If a tree falls in the woods and nobody is around, does it still make a sound? It’s a riddle that has caused a few head scratches, much like a similar MMA version of the riddle: if a fight happens and nobody sees it, did it really happen?

Although fighting in the cage or ring is still the finished product and without a doubt the most important part of fighting, the ability to promote and sell tickets is quickly becoming a top priority. Promotions have a job to sell fans on their fighters, but they can only do so much. Colorful characters like Quinton “Rampage” Jackson, Chael Sonnen and Roy Nelson make it so much easier for promotions to sell a product. With an increasing need for fighters to become self-promoters, is MMA becoming too much talk and not enough show?

Even though many old-school fight fans don’t want to hear it, fighters promoting themselves is a necessity. Promoters aren’t going to want to put guys (or gals) on their shows if they can’t excite a crowd. There have been many great fighters who fail to even put together a structured sentence in front of a microphone, and there have been but a few fighters who can entertain without ever putting a pair of gloves. How else do you explain the continued success of guys like Rampage, Sonnen, and Muhammed “King Mo” Lawal, even though their careers have sputtered recently?

But what happens when the self-promotion reaches a point where it’s no longer valued by fans? It used to be when a fighter called out another fighter, you knew the two guys didn’t like each other. Now, fighters are calling out one another with total disregard for what it truly means to call someone out. Take, for example, Rampage recently saying he’d like to fight Nelson and fuck him up. There’s been little animosity between the two fighters through the media, which left fans perplexed as to why Rampage would suddenly call out Nelson.

It’s these type of call-outs that seem more like a desperate attempt for attention. Fans have grown sour on Sonnen’s shtick recently, but those who still sip the Sonnen kool-aid know it’s all part of the act (or at least, we hope they do). Ever since Sonnen began his WWE-style rant prior to UFC 117, it seems to be the in thing to attempt to make fights personal. Instead of fans getting amped up for a fight because the two fighters have been trash-talking, it seems to have become just another part of the pre-fight build-up.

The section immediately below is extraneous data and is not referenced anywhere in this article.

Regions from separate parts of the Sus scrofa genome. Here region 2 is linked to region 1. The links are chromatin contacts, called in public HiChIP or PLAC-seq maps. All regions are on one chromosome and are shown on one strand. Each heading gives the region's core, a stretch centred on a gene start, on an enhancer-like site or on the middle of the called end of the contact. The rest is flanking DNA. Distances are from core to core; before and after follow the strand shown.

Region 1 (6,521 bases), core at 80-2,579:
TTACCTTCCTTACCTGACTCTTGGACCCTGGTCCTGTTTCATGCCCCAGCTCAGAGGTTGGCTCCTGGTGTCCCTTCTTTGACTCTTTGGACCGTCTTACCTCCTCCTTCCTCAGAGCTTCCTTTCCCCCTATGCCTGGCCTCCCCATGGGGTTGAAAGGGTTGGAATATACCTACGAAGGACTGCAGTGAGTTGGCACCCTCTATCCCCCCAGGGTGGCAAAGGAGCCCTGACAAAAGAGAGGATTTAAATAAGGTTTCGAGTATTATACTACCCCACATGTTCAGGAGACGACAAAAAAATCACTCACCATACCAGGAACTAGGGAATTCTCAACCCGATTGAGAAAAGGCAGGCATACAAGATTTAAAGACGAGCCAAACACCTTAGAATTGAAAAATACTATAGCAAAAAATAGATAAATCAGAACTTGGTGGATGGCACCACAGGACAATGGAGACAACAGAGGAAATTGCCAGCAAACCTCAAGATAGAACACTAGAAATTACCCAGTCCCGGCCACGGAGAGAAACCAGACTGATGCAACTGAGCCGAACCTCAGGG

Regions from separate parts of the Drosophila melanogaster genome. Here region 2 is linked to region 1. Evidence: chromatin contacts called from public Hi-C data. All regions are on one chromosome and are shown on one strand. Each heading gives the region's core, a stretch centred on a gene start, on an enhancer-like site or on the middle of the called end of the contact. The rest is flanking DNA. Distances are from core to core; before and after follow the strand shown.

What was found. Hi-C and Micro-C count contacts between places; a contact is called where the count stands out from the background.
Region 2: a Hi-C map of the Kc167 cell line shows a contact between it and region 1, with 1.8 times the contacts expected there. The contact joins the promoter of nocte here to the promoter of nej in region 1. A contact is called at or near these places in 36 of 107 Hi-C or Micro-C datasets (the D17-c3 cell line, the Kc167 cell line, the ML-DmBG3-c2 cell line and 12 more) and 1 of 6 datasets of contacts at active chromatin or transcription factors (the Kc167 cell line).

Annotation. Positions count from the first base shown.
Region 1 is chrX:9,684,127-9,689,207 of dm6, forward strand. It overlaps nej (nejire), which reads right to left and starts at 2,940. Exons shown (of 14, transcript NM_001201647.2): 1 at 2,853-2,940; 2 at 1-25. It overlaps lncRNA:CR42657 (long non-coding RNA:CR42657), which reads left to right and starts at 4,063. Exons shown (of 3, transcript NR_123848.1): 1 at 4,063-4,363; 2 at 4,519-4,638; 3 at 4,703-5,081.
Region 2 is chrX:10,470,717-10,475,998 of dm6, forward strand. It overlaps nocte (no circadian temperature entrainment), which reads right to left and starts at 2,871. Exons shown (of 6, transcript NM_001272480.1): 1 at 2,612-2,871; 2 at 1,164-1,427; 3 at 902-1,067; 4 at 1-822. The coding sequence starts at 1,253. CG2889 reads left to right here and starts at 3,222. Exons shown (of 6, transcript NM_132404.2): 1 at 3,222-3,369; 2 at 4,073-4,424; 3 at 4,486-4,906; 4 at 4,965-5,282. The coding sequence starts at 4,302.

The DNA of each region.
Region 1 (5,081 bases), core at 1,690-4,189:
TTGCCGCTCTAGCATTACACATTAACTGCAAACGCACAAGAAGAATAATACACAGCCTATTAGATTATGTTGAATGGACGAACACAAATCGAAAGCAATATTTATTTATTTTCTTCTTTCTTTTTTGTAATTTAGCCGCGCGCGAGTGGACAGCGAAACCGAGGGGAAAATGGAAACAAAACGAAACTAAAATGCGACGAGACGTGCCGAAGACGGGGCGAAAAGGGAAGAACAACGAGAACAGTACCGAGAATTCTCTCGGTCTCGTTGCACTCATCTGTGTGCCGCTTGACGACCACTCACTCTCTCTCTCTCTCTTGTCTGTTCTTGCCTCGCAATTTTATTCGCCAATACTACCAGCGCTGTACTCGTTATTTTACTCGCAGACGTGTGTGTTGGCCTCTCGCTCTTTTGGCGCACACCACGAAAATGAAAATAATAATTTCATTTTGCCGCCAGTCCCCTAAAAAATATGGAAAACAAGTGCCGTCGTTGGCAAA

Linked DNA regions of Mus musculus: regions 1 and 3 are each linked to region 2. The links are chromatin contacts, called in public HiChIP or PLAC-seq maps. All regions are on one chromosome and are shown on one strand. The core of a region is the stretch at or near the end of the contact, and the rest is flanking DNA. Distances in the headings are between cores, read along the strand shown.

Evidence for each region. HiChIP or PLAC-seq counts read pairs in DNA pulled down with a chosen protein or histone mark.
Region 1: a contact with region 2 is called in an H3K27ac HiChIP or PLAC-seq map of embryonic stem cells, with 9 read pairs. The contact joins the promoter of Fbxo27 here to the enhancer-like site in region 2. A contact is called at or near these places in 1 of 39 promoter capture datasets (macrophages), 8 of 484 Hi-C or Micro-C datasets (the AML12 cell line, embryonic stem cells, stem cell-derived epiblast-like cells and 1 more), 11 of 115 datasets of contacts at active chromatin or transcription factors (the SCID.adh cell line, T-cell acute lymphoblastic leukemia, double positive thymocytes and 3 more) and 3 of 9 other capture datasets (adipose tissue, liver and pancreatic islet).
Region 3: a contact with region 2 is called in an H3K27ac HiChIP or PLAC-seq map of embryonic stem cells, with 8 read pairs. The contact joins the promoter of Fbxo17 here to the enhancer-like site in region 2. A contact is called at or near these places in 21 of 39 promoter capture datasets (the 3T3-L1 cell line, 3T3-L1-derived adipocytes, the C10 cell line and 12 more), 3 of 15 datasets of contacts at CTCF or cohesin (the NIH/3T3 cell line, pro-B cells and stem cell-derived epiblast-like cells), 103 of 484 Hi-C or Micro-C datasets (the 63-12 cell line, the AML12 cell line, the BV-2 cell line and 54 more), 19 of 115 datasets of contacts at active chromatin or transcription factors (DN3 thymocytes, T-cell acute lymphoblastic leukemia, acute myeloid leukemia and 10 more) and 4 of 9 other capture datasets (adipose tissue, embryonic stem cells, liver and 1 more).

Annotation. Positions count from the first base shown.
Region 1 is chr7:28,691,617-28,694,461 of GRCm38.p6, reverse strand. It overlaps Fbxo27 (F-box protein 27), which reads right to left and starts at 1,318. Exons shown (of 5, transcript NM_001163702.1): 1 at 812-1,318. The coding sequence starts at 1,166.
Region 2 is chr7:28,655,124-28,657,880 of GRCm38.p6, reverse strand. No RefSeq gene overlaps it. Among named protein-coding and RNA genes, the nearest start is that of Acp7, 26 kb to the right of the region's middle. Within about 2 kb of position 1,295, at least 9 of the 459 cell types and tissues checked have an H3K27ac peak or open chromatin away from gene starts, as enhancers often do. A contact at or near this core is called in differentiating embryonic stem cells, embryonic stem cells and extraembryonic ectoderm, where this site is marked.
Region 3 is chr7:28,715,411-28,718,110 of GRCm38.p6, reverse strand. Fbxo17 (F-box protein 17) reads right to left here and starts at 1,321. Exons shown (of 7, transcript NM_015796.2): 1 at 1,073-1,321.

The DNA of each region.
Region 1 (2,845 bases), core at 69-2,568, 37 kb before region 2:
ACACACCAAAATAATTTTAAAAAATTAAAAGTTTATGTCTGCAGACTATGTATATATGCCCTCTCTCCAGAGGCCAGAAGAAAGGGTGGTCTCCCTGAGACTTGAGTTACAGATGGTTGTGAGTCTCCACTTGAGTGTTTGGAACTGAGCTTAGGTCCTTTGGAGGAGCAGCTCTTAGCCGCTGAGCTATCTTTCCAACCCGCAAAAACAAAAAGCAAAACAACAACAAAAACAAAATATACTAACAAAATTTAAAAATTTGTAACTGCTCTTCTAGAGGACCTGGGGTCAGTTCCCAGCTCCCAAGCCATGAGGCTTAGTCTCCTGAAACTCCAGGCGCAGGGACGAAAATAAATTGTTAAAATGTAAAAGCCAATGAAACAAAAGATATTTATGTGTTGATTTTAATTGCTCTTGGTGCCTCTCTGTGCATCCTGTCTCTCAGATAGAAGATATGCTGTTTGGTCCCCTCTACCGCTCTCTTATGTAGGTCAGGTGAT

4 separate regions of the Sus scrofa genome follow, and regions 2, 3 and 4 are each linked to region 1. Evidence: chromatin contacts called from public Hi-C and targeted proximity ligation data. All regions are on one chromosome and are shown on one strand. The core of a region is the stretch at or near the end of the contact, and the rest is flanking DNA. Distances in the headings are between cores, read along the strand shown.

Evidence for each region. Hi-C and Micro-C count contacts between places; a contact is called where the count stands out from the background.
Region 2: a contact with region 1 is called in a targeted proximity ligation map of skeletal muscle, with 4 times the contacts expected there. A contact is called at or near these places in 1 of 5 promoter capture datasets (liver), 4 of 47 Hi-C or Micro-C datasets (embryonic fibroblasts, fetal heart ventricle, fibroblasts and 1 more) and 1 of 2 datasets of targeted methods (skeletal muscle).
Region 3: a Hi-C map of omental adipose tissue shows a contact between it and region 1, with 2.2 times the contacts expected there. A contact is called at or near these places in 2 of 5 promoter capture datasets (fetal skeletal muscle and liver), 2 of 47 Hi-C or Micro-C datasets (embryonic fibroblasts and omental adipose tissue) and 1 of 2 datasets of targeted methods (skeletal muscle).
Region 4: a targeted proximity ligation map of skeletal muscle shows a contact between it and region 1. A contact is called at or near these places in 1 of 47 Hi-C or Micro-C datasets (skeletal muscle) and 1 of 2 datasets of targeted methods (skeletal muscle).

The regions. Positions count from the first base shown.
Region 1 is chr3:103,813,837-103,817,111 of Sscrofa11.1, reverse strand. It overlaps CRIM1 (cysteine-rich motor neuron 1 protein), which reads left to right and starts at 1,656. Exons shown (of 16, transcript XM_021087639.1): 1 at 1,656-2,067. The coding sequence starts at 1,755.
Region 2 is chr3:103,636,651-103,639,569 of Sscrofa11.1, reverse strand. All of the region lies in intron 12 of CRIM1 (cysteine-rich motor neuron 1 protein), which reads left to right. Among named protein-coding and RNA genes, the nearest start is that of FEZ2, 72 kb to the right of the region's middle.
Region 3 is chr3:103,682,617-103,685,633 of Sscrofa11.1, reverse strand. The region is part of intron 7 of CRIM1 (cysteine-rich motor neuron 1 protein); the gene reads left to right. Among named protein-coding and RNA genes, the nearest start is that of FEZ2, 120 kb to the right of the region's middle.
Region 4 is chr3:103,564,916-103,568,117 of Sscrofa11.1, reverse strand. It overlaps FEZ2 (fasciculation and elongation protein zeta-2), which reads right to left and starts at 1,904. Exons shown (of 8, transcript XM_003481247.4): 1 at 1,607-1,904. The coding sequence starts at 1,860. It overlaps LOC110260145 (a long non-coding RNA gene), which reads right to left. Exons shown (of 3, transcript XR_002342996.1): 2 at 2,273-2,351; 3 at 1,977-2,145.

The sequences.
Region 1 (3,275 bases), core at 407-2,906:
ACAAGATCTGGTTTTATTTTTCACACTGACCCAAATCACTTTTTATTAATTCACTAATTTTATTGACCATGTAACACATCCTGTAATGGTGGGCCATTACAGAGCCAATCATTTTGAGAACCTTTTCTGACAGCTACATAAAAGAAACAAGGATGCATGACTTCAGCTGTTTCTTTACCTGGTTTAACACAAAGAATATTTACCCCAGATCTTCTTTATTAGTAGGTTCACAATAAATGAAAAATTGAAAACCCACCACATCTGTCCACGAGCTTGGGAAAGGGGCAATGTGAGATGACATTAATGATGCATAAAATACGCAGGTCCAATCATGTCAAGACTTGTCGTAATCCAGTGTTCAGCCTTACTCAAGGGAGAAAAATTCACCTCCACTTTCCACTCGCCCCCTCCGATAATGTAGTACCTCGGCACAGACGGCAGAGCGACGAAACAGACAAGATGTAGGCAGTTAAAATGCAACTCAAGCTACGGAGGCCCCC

That’s a shame, given how useful trash-talking and bad blood can be as a promotional tool. Remember when Chuck Liddell and Tito Ortiz engaged in some serious back-and-forth banter prior to their contests? If that occurred in the UFC of 2013, it would be just “meh.” Recently, Antonio “Bigfoot” Silva and Thiago Silva brought back the old-school trash talk by making it extremely personal. This is how fighters can use the media as a promotional tool without sacrificing their integrity. Of course, there’s a limit to how much personal information needs to be shared, but I’m all for guys going at one another through the media…as long as it makes sense, of course.

Bigfoot and Thiago, former teammates, obviously have some bad blood left over from their training days at American Top Team. The Rashad Evans-Jon Jones trash talk was real due to their prior history. However, the recent stretch of guys trashing Michael Bisping—he seems to be atop everyone’s shit list—and Jackson saying he wants to fight Nelson make little sense.

Just as in wrestling, a storyline intensifies when the wrestlers can blend real-life items with their scripted story. MMA doesn’t need a script for guys to stretch the Twitter-bashing to a personal level, but it would help if it all made sense and actually had some truth to it.

Photo: “Rampage” (Heavy MMA)

About The Author

Kyle Symes
Staff Writer

Kyle is a recent graduate of Aurora University, where he obtained a Bachelor's in Communications. Kyle resides in Illinois, just outside of Chicago. He played baseball and football in both high school and college, but is now focusing on an amateur MMA career.